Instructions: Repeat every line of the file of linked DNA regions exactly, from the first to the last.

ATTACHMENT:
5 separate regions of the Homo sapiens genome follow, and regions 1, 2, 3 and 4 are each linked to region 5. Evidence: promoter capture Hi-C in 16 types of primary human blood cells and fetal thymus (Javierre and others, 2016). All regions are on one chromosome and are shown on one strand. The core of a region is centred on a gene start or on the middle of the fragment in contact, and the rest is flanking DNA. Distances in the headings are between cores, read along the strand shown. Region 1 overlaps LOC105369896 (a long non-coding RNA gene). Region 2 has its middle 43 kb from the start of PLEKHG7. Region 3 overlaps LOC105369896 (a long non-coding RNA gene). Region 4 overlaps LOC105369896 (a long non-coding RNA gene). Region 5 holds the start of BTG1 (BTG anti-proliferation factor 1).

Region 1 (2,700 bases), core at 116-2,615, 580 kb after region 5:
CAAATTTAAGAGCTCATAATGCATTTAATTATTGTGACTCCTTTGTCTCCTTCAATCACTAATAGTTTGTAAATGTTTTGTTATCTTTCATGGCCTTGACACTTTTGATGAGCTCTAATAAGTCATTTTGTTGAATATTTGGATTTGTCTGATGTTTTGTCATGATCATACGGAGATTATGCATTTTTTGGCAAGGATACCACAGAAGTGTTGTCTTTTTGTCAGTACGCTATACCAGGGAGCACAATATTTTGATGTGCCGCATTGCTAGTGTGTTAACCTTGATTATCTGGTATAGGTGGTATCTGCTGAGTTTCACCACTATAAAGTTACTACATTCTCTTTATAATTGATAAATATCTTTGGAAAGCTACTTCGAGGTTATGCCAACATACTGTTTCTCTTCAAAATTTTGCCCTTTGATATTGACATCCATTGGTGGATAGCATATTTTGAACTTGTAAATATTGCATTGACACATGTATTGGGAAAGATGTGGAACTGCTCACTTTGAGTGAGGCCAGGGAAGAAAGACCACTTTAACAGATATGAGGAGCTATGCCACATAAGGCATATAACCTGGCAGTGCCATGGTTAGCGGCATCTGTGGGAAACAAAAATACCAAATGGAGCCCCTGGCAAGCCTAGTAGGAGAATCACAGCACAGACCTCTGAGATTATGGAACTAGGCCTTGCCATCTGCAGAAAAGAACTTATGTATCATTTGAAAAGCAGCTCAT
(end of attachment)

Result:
5 separate regions of the Homo sapiens genome follow, and regions 1, 2, 3 and 4 are each linked to region 5. Evidence: promoter capture Hi-C in 16 types of primary human blood cells and fetal thymus (Javierre and others, 2016). All regions are on one chromosome and are shown on one strand. The core of a region is centred on a gene start or on the middle of the fragment in contact, and the rest is flanking DNA. Distances in the headings are between cores, read along the strand shown. Region 1 overlaps LOC105369896 (a long non-coding RNA gene). Region 2 has its middle 43 kb from the start of PLEKHG7. Region 3 overlaps LOC105369896 (a long non-coding RNA gene). Region 4 overlaps LOC105369896 (a long non-coding RNA gene). Region 5 holds the start of BTG1 (BTG anti-proliferation factor 1).

Region 1 (2,700 bases), core at 116-2,615, 580 kb after region 5:
CAAATTTAAGAGCTCATAATGCATTTAATTATTGTGACTCCTTTGTCTCCTTCAATCACTAATAGTTTGTAAATGTTTTGTTATCTTTCATGGCCTTGACACTTTTGATGAGCTCTAATAAGTCATTTTGTTGAATATTTGGATTTGTCTGATGTTTTGTCATGATCATACGGAGATTATGCATTTTTTGGCAAGGATACCACAGAAGTGTTGTCTTTTTGTCAGTACGCTATACCAGGGAGCACAATATTTTGATGTGCCGCATTGCTAGTGTGTTAACCTTGATTATCTGGTATAGGTGGTATCTGCTGAGTTTCACCACTATAAAGTTACTACATTCTCTTTATAATTGATAAATATCTTTGGAAAGCTACTTCGAGGTTATGCCAACATACTGTTTCTCTTCAAAATTTTGCCCTTTGATATTGACATCCATTGGTGGATAGCATATTTTGAACTTGTAAATATTGCATTGACACATGTATTGGGAAAGATGTGGAACTGCTCACTTTGAGTGAGGCCAGGGAAGAAAGACCACTTTAACAGATATGAGGAGCTATGCCACATAAGGCATATAACCTGGCAGTGCCATGGTTAGCGGCATCTGTGGGAAACAAAAATACCAAATGGAGCCCCTGGCAAGCCTAGTAGGAGAATCACAGCACAGACCTCTGAGATTATGGAACTAGGCCTTGCCATCTGCAGAAAAGAACTTATGTATCATTTGAAAAGCAGCTCAT